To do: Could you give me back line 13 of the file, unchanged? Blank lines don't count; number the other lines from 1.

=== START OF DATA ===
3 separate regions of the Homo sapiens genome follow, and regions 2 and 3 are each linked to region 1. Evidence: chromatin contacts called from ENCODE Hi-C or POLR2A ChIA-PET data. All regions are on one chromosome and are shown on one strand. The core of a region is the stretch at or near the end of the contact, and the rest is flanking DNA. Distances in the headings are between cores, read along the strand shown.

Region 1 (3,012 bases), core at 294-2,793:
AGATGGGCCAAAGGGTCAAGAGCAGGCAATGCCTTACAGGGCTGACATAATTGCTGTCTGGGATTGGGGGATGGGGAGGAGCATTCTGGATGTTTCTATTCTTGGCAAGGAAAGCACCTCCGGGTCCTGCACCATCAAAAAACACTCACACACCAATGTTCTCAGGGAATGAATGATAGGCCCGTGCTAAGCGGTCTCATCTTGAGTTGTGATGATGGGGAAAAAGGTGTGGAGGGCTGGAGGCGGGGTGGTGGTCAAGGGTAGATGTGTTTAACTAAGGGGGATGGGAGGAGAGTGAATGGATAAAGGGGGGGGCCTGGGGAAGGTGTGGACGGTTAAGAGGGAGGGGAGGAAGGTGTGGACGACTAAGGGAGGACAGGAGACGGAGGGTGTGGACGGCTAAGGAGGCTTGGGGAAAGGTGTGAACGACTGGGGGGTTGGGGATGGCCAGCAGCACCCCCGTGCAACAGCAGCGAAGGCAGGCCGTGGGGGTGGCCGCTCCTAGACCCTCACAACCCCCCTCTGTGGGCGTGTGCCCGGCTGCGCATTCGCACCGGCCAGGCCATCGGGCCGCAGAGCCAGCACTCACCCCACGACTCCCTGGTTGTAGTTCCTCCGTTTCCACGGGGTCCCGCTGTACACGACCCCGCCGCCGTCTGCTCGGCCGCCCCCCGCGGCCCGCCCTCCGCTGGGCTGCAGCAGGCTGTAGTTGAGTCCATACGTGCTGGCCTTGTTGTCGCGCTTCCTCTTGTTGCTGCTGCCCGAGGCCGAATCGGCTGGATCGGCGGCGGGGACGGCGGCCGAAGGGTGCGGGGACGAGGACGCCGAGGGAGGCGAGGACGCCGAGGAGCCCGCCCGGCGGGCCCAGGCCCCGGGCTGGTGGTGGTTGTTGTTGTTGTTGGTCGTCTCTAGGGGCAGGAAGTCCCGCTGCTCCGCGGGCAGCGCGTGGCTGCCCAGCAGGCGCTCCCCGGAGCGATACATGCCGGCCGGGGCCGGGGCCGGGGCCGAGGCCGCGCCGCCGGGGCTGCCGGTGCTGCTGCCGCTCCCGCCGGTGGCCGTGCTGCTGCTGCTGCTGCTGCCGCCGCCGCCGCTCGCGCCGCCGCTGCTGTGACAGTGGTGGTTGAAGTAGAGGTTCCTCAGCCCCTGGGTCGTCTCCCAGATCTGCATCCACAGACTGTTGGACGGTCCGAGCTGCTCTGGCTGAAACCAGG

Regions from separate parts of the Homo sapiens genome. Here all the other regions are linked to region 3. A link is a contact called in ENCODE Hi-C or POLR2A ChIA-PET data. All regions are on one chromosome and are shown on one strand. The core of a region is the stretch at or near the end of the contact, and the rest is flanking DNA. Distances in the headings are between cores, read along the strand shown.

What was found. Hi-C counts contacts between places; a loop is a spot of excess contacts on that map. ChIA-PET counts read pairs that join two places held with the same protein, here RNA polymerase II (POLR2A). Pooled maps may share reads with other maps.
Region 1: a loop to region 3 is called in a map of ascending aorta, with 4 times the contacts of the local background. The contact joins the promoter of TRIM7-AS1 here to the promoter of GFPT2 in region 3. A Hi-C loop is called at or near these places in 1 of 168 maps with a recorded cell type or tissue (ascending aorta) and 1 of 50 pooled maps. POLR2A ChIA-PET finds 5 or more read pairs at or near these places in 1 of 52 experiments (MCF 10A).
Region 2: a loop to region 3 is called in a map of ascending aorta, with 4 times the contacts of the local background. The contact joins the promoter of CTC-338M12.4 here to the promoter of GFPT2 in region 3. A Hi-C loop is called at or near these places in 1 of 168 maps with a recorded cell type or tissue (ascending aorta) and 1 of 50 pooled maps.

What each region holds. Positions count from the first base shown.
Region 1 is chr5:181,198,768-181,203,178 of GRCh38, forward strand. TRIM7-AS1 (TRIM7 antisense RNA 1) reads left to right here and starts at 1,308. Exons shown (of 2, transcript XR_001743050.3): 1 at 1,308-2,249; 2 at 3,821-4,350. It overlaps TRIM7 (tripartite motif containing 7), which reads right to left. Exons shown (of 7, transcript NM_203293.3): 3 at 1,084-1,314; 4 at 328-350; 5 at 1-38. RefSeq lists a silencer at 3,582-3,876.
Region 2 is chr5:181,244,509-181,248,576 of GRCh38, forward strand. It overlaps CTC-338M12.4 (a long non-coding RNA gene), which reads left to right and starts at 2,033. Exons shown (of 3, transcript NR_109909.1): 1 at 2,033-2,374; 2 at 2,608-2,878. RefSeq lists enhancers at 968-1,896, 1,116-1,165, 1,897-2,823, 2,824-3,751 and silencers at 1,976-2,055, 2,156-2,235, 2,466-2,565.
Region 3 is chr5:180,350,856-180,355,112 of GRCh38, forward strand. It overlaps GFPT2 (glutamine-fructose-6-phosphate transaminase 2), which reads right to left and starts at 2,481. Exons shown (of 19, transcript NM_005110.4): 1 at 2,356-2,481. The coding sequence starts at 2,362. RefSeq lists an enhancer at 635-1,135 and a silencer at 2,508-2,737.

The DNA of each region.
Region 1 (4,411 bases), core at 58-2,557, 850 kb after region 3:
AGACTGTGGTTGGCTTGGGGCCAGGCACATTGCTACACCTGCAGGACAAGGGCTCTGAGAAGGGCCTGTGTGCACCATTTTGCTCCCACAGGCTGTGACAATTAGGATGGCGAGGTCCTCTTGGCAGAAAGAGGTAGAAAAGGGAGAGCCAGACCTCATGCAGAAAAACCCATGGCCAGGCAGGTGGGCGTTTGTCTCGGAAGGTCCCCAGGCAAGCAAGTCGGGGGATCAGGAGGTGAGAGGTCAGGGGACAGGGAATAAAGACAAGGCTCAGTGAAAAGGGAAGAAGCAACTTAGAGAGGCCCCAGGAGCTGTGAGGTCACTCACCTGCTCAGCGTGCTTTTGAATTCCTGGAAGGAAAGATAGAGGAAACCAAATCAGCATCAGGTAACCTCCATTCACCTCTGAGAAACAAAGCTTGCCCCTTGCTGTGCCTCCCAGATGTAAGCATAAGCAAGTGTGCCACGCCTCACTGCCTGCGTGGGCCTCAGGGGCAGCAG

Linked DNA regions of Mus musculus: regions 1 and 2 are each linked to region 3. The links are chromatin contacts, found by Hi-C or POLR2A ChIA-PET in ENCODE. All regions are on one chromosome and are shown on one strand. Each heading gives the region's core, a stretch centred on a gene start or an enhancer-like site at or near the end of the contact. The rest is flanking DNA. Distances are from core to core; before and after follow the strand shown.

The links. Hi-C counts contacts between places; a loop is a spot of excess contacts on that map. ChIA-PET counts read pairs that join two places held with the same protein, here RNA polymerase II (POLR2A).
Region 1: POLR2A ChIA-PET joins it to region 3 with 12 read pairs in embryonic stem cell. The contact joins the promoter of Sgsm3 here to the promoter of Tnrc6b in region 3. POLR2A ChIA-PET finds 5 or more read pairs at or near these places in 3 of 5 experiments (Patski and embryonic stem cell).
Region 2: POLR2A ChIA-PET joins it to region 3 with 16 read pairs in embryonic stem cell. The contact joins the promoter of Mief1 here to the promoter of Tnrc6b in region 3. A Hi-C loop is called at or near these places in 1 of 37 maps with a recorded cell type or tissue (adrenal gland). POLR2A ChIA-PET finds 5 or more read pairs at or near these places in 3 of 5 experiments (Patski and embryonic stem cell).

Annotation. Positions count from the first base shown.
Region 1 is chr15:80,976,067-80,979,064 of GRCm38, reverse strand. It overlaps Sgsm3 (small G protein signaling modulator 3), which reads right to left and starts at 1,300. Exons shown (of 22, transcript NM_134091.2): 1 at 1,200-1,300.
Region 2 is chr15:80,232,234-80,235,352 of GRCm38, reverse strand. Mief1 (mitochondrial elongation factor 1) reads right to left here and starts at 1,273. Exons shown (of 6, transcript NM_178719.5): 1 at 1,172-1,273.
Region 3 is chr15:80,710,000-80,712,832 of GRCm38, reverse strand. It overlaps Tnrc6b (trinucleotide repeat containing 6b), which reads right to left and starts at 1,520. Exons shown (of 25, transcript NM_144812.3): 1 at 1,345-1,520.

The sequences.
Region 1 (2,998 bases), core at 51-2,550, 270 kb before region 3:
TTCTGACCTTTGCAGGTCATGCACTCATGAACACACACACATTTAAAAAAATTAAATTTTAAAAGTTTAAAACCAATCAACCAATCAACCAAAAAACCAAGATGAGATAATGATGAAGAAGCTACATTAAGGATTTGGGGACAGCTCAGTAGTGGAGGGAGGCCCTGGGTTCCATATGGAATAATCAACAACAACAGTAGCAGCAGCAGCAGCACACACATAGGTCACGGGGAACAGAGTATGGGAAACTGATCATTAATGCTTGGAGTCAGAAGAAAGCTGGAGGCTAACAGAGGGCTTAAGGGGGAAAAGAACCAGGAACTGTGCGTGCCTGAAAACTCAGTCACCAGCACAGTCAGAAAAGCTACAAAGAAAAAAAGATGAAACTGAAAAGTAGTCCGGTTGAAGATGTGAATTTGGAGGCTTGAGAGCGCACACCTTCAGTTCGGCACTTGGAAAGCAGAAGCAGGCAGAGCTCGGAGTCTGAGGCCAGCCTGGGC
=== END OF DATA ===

Region 1 (4,411 bases), core at 58-2,557, 850 kb after region 3: